• No. 9 in G-flat major, Butterfly. A light and energetic piece, which is extremely fast (but still graceful).
  • No. 10 in B minor, Octaves. An angry and powerful study in double octaves (both hands playing octaves), so there are four of the same note spread out across the keyboard at any on time.
  • No. 11 in A minor, Winter Wind. An intensely vivid piece, with a wrist-snappingly violent right hand section. Fast and dramatic, it's one of the more difficult etudes.
  • No. 12 in C minor, Ocean. A sweeping majestic piece, which involves both hands constantly running up and down the keyboard while the noble melody is punctuated in the bass.

3 New etudes

  • No. 1 in F minor. Easier than the other two sets of etudes, but still difficult to perform. This is a dark and liquid piece.
  • No. 2 in A-flat major. A cheerful piece, which is a study in different rhythms in the right and left hand.
  • No. 3 in D-flat major. A slightly quirky, if still joyful piece, with constantly changing intervals in the right hand.

Click to explore Chopin's dazzling Polonaises, which are almost as hard as the etudes!

Popular Favorites

  • Chopin etude Op. 10 No. 6,, E-flat minor. I love the the romantic tension in this piece, and the richness of the melody. Here's a recording by Vladimir Ashkenazy:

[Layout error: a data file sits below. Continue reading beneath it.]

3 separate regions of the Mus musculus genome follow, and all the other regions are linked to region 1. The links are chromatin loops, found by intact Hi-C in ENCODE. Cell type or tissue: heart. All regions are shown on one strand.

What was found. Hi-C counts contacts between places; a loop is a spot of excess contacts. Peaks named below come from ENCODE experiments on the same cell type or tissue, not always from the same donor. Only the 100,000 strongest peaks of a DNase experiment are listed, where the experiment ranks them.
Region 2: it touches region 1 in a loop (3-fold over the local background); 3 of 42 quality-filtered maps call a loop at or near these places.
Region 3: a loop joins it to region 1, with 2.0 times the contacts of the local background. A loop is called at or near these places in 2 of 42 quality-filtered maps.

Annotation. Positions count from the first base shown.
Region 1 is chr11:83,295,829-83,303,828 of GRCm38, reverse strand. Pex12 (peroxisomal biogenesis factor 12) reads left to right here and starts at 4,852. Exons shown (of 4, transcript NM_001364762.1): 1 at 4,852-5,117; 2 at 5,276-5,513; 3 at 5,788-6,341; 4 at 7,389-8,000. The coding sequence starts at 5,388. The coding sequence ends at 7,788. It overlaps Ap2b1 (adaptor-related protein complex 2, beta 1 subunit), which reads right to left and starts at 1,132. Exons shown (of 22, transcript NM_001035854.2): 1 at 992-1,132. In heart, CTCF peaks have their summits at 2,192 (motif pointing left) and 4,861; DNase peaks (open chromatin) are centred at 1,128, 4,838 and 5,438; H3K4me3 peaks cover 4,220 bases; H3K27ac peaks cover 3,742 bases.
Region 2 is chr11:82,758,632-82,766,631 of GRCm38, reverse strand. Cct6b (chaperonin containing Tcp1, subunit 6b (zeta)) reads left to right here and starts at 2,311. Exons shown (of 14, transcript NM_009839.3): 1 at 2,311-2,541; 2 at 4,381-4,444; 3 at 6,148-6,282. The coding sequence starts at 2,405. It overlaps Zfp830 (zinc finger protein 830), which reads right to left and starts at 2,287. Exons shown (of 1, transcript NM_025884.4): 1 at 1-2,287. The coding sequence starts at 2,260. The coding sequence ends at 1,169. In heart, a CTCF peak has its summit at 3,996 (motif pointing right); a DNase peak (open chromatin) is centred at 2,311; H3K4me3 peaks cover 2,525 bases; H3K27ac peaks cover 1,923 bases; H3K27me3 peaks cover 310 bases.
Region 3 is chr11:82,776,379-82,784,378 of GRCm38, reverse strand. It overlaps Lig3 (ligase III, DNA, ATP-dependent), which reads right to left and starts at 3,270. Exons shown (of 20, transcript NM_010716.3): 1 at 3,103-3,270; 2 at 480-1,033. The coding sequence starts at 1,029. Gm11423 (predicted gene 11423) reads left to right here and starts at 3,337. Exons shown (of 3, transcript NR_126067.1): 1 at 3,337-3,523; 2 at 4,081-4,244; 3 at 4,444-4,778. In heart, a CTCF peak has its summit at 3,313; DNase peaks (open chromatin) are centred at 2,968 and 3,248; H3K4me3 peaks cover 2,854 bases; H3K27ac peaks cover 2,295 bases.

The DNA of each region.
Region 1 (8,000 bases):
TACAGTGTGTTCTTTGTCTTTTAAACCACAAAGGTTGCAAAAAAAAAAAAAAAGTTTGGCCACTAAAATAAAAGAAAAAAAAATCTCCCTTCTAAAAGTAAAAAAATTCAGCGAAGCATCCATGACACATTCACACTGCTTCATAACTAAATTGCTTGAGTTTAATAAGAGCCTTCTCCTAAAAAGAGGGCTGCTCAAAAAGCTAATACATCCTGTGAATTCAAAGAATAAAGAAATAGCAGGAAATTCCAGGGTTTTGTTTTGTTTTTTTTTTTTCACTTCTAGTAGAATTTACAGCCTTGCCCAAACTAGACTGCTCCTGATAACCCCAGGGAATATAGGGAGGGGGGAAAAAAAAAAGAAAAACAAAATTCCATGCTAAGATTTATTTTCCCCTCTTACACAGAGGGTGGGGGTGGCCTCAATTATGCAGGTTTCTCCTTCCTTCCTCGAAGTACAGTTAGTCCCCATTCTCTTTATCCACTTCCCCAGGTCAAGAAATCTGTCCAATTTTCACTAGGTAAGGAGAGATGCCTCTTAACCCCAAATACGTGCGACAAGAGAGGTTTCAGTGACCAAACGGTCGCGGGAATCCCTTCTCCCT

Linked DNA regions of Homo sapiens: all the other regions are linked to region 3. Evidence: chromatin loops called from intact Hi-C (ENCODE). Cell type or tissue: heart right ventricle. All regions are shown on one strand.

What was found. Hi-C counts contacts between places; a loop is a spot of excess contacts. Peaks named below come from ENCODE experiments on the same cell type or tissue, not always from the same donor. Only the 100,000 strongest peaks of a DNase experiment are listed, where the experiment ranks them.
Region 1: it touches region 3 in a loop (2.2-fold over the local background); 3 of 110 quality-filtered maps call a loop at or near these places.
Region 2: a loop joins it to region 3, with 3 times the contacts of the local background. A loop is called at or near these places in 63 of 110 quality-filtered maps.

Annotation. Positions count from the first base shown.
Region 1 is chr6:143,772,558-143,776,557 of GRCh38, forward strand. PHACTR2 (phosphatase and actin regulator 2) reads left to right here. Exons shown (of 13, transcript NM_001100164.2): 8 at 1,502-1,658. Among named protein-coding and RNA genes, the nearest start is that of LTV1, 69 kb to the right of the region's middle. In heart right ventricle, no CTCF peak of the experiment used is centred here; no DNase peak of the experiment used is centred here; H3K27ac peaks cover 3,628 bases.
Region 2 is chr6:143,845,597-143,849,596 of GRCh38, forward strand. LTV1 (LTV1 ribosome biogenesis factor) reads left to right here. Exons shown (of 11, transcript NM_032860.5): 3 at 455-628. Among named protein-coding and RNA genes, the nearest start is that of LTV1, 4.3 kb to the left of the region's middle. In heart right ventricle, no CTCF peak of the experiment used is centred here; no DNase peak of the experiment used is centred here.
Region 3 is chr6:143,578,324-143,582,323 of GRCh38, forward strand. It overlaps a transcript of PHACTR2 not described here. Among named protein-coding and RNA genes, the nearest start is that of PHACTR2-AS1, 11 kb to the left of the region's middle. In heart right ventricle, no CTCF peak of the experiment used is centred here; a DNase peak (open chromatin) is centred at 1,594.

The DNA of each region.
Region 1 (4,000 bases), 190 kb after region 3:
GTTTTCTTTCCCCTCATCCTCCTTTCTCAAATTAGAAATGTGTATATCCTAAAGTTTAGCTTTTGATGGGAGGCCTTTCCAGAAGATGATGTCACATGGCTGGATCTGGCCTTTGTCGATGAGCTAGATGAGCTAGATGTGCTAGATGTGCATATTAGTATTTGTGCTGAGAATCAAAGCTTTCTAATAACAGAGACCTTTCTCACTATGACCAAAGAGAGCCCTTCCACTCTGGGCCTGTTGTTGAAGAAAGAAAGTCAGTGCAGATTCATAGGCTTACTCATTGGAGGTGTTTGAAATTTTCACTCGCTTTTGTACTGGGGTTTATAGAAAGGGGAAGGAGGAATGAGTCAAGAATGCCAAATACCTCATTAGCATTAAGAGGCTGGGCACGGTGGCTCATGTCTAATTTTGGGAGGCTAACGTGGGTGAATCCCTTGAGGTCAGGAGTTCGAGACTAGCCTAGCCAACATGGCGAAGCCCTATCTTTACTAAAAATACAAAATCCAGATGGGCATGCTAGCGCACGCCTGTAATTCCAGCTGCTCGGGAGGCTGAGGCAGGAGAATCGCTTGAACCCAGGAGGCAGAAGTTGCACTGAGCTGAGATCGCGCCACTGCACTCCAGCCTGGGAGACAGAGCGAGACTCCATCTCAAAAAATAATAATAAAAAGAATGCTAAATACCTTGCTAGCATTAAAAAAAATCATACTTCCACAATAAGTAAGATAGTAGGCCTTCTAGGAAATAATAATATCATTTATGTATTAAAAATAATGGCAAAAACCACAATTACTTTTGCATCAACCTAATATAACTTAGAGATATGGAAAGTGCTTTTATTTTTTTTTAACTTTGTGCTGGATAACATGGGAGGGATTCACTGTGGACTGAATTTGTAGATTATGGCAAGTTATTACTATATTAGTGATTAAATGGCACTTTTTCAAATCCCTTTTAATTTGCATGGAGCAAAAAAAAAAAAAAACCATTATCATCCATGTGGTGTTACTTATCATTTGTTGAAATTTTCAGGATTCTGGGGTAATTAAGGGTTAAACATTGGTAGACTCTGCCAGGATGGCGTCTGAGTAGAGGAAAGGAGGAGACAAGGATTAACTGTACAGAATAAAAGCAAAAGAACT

• Chopin etude Op. 10 No. 3 Cello. I find this piece very moving. Here's a strong performance by Gyorgy Cziffra:

  • Good Recordings

    Since the Chopin etudes are so famous, pretty much every major pianist has had a shot at them.

    The most celebrated recordings are probably those by Murray Perahia and Maurizio Pollini. I quite like Perahia's subtle way of bringing out all the intricacies of harmony in each Chopin etude.

    Pollini has a reputation as being a bit intellectual in his performances at times, but I think he still manages to keep drama and power in his recording.

    Click to read a biography of Maurizio Pollini

    Personally, I like Vladimir Ashkenazy's interpretations, from the 1997 Decca recording of Chopin's complete piano works. Ashkenazy has amazing control and precision, and an amazing expressive quality in the slower pieces. My recommendation!

    Recommended Recording

    You might also be interested in Chopin's preludes, or his beautiful nocturnes.